On a local’s advice, I tried sushi at Tokyo Bistro for dinner. The fish was fresh and the rolls were prepared quickly. I sat at the sushi bar and watched the sushi chefs prepare my dinner. It was just the thing after a long day outdoors. Finally, I finished my evening with a trip to The Mill Casino in North Bend. The casino, run by the Coquille Indian Tribe, is very clearly the place to be on a weekend night.
The casino was packed, as was the sports bar inside. It feels more high end than the average Oregon casino, with thoughtful finishes.
The Southern Oregon Coast is made for outdoors time. But if the weather is too rainy and blustery, or you’re just craving some culture, the Coos History Museum punches above its weight class. Through the summer, the museum is featuring an exhibit called VET INK: Tattoos Inspired by Military Service. That’s in addition to a pretty extensive collection of historic items and photographs of the region.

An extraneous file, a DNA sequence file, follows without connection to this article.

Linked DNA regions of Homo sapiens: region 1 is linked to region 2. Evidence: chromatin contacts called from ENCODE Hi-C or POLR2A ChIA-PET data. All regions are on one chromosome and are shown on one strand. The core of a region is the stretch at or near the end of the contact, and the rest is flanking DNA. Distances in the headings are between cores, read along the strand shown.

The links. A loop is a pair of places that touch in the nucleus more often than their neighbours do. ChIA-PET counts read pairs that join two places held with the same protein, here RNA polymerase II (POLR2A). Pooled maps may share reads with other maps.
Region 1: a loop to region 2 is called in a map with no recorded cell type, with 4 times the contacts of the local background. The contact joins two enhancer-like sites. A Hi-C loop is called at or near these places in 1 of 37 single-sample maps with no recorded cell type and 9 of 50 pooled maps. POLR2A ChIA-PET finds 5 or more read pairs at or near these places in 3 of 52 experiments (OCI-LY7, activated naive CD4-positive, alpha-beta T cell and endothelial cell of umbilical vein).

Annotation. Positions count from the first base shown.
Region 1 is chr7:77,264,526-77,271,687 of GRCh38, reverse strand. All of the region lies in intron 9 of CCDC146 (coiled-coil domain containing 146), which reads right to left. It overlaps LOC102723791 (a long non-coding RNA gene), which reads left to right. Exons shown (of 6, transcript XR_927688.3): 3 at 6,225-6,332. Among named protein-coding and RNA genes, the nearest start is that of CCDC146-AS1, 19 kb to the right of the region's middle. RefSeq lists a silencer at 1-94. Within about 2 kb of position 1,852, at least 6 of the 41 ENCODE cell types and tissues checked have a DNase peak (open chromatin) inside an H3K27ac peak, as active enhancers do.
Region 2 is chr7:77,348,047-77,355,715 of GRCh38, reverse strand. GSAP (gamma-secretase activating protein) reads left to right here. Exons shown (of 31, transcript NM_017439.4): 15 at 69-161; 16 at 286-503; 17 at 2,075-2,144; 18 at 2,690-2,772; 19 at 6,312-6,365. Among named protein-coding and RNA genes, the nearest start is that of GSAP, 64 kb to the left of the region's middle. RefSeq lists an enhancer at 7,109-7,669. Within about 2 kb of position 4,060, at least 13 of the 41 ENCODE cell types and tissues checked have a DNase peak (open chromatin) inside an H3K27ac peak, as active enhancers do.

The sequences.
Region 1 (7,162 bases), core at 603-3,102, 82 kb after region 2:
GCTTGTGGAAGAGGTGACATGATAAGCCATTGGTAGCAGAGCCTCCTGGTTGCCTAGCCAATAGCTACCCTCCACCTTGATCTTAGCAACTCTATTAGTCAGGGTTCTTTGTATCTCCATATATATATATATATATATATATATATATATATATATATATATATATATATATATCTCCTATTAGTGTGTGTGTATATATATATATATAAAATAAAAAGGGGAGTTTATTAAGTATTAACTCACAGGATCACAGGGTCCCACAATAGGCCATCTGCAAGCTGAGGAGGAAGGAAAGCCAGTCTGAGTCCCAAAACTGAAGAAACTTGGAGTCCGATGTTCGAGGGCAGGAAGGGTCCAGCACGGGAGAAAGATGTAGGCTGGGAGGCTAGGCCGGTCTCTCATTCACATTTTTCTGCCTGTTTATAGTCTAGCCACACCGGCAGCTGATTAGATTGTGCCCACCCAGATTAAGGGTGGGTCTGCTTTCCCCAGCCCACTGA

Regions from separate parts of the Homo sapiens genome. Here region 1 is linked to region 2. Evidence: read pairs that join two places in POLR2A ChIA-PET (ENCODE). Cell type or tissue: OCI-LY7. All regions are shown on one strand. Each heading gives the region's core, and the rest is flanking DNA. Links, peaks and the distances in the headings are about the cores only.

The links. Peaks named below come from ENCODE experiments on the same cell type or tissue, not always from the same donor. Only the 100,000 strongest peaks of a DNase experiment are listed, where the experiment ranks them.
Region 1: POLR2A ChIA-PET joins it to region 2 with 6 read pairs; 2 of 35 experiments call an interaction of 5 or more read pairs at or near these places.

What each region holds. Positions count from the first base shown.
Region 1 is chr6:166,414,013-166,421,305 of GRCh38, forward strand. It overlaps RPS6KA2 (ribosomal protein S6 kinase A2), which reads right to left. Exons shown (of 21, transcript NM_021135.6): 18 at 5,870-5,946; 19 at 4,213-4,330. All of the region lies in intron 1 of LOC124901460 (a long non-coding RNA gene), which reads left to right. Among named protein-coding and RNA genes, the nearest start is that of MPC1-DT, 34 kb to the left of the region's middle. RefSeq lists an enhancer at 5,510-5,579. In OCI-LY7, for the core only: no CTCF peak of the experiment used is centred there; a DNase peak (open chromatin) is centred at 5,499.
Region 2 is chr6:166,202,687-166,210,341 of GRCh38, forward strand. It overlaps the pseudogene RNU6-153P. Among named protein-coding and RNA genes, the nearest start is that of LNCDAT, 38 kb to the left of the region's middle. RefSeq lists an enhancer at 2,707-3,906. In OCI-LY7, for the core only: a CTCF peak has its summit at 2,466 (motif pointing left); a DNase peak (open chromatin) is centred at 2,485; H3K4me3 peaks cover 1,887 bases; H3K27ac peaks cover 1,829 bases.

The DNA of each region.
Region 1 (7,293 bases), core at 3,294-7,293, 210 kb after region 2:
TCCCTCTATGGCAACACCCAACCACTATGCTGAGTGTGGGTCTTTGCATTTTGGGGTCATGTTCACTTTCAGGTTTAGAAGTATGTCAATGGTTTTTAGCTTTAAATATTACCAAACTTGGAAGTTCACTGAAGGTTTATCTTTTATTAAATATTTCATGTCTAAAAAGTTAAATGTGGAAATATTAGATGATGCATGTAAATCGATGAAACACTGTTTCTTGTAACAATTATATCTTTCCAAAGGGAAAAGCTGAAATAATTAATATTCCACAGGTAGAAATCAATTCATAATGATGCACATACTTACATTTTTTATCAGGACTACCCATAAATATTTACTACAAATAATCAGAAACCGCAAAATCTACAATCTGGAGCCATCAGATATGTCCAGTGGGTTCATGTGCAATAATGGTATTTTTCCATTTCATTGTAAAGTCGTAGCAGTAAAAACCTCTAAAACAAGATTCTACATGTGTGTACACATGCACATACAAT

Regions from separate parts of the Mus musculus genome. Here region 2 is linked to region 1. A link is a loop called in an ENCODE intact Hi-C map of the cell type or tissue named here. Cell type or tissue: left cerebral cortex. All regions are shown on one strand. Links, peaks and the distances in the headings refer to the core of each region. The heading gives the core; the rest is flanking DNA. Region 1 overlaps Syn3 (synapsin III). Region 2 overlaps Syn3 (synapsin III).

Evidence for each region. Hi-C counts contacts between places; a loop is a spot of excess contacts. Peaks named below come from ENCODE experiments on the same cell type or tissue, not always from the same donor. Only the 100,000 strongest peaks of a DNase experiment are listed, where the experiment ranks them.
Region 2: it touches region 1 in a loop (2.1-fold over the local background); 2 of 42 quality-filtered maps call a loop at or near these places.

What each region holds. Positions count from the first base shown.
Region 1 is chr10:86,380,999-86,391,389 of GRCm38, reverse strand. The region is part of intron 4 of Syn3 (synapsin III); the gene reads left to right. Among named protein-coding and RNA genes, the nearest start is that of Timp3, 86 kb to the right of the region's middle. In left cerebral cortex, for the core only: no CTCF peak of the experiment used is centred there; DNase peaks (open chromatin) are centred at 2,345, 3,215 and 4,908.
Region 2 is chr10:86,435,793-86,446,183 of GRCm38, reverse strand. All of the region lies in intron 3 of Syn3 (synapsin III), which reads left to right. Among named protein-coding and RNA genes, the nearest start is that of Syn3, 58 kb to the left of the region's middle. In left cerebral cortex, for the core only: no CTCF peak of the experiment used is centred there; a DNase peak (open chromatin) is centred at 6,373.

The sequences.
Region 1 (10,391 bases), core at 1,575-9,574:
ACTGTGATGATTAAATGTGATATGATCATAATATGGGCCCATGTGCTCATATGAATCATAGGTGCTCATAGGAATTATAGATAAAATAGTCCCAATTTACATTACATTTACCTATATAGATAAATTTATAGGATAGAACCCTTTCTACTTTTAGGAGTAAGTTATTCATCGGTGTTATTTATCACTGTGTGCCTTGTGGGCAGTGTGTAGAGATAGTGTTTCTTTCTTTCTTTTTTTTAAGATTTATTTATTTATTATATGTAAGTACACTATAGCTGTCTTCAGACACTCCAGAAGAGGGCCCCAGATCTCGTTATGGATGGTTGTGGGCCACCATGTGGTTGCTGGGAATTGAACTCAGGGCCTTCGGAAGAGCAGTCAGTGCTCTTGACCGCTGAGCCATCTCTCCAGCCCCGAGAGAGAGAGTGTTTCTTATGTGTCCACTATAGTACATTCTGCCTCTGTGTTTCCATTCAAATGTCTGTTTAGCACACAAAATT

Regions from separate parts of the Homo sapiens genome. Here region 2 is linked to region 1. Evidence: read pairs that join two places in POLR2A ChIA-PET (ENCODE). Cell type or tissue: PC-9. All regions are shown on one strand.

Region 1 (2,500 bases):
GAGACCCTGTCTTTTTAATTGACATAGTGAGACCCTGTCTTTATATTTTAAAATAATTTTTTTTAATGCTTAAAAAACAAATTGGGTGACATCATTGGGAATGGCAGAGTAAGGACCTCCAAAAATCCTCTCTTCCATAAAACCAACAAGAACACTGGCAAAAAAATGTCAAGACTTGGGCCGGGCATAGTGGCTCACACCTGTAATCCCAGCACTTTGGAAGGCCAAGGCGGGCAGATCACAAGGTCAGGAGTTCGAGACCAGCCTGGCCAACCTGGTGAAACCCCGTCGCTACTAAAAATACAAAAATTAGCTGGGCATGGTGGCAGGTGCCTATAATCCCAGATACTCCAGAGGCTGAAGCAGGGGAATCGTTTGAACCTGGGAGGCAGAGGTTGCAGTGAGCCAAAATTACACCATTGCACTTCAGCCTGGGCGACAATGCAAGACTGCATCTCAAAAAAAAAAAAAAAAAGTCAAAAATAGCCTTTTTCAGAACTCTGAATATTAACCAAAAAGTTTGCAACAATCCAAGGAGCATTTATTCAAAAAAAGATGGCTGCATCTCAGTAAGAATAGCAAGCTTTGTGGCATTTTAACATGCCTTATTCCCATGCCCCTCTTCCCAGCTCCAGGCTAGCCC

Coos Bay’s downtown is beginning to perk up, and I found several antique and décor shops worth stopping by. Then it was time for a quick fish taco before I hit the road. I found them at Sharkbites, right along the main drag. While polishing them off, I made a mental list of all the places, sights and adventures I still had yet to tick off on Oregon’s Adventure Coast, and made plans for my next trip here.
SOUTHERN OREGON COAST
7 Devils Brewery
The Mill Casino Hotel & RV Park
Bay Point Landing
Itty Bitty Inn
Best Western Holiday Hotel
Coos Bay Manor
Spinreel Dune Buggy & ATV Rentals
Golden & Silver Falls State Park Shore Acres State Park
Cape Arago State Park
South Coast Tours